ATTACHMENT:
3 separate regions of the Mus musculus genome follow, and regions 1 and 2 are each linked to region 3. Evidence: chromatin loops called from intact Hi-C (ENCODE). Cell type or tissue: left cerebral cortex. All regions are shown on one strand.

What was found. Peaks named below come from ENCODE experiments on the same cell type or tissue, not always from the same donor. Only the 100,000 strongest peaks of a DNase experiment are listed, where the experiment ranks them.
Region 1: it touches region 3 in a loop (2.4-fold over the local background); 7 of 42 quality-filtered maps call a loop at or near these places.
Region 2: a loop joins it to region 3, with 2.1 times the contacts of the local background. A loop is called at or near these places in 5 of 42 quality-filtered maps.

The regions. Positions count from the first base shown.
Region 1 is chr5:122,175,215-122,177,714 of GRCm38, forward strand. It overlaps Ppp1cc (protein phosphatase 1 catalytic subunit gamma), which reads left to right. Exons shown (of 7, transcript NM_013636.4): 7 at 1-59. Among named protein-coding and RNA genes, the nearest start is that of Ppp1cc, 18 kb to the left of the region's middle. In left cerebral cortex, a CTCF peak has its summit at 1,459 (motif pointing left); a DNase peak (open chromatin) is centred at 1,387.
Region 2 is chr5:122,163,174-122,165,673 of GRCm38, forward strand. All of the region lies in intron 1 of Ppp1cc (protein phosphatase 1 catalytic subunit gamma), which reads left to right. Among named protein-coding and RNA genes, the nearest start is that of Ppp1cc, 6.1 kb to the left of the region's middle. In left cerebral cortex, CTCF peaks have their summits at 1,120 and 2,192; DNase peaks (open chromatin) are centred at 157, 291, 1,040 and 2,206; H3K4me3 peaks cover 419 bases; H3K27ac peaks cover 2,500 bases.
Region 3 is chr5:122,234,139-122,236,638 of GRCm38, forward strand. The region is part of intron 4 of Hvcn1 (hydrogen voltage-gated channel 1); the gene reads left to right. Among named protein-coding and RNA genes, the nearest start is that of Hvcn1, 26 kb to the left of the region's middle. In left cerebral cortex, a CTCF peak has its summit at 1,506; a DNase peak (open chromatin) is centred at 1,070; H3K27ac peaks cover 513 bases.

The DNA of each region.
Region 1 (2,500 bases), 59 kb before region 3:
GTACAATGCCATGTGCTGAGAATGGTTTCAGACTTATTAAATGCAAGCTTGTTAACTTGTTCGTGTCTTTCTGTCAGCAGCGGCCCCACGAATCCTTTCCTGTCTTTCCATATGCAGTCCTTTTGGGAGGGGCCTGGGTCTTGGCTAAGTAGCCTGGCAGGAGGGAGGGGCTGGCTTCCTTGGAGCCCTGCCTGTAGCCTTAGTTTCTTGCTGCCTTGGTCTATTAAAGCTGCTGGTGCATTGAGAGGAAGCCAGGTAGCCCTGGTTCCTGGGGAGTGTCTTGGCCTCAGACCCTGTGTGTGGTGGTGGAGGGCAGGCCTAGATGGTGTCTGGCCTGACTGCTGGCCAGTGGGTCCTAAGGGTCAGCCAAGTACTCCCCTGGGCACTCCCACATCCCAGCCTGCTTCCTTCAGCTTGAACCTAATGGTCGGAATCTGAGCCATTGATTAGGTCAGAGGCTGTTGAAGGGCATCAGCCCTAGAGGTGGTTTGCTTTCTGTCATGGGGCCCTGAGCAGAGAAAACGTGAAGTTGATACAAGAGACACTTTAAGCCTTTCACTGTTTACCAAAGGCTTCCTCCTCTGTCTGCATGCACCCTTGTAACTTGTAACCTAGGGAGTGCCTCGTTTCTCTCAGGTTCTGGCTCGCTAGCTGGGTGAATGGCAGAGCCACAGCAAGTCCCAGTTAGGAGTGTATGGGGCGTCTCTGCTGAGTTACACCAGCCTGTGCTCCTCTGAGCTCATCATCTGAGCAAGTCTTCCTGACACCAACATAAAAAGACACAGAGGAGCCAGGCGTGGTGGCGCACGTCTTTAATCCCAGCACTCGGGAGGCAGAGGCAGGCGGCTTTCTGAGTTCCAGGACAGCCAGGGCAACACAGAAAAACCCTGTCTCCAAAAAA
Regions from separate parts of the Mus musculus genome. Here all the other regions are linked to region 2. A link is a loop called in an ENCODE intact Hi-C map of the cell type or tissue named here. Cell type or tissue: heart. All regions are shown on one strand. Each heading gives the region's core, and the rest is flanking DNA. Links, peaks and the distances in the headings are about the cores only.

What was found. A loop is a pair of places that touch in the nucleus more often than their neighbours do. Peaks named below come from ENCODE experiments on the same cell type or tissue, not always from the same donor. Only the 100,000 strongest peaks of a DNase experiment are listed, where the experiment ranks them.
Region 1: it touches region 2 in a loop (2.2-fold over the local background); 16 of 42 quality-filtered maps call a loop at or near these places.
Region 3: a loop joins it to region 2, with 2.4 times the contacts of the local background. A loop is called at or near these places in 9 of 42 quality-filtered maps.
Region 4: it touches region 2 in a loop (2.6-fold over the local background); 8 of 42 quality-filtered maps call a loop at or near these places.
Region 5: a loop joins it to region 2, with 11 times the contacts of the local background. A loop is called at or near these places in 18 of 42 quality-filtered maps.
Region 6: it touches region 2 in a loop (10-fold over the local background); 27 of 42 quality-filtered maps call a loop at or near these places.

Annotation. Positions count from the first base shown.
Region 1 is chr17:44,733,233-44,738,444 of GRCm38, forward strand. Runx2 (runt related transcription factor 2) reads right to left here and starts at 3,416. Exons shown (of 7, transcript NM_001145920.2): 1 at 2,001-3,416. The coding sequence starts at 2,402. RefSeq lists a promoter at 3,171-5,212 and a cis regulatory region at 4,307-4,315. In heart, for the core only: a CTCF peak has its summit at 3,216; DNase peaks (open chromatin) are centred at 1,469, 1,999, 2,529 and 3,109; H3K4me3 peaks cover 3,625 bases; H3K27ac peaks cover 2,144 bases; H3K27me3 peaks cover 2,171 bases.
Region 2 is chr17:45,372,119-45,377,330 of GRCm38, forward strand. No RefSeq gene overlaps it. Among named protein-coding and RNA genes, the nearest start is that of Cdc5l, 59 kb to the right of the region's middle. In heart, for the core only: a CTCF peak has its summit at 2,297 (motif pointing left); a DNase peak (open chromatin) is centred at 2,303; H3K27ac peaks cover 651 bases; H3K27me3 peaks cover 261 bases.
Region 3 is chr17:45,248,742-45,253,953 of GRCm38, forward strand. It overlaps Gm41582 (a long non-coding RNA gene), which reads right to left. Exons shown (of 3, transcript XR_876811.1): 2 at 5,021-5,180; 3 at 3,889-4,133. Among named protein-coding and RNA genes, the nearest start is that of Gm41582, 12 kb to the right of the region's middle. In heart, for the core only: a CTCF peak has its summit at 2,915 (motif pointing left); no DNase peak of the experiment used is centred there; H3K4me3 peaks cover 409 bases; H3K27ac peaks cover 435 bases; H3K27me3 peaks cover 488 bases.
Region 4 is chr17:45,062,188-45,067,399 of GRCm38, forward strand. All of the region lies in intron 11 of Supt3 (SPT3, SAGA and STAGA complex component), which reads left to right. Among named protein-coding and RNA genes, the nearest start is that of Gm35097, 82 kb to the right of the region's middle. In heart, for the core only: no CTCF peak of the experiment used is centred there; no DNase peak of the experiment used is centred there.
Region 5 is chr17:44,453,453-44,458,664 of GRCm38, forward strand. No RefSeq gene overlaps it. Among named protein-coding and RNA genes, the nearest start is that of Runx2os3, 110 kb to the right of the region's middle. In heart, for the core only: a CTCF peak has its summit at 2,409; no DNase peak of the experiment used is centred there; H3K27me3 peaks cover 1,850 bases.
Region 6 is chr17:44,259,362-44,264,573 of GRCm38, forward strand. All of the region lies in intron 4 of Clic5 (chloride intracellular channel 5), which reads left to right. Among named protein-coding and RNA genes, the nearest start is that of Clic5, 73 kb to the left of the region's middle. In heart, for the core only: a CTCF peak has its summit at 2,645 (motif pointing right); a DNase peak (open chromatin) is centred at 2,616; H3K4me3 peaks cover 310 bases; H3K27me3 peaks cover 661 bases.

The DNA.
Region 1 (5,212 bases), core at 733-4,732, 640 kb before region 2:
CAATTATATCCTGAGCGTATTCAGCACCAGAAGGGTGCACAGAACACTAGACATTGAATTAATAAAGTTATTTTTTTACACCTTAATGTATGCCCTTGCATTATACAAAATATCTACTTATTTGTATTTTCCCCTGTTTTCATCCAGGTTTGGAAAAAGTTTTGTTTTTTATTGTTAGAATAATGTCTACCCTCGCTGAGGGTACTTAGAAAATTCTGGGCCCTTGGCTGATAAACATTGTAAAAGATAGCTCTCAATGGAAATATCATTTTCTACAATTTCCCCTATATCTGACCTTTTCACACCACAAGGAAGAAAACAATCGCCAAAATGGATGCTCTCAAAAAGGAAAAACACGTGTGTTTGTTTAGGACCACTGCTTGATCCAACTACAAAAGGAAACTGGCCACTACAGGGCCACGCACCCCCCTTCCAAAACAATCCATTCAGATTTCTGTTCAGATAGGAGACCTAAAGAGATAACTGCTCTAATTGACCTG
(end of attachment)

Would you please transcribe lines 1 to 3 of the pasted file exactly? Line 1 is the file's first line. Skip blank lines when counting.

3 separate regions of the Mus musculus genome follow, and regions 1 and 2 are each linked to region 3. Evidence: chromatin loops called from intact Hi-C (ENCODE). Cell type or tissue: left cerebral cortex. All regions are shown on one strand.

What was found. Peaks named below come from ENCODE experiments on the same cell type or tissue, not always from the same donor. Only the 100,000 strongest peaks of a DNase experiment are listed, where the experiment ranks them.
Region 1: it touches region 3 in a loop (2.4-fold over the local background); 7 of 42 quality-filtered maps call a loop at or near these places.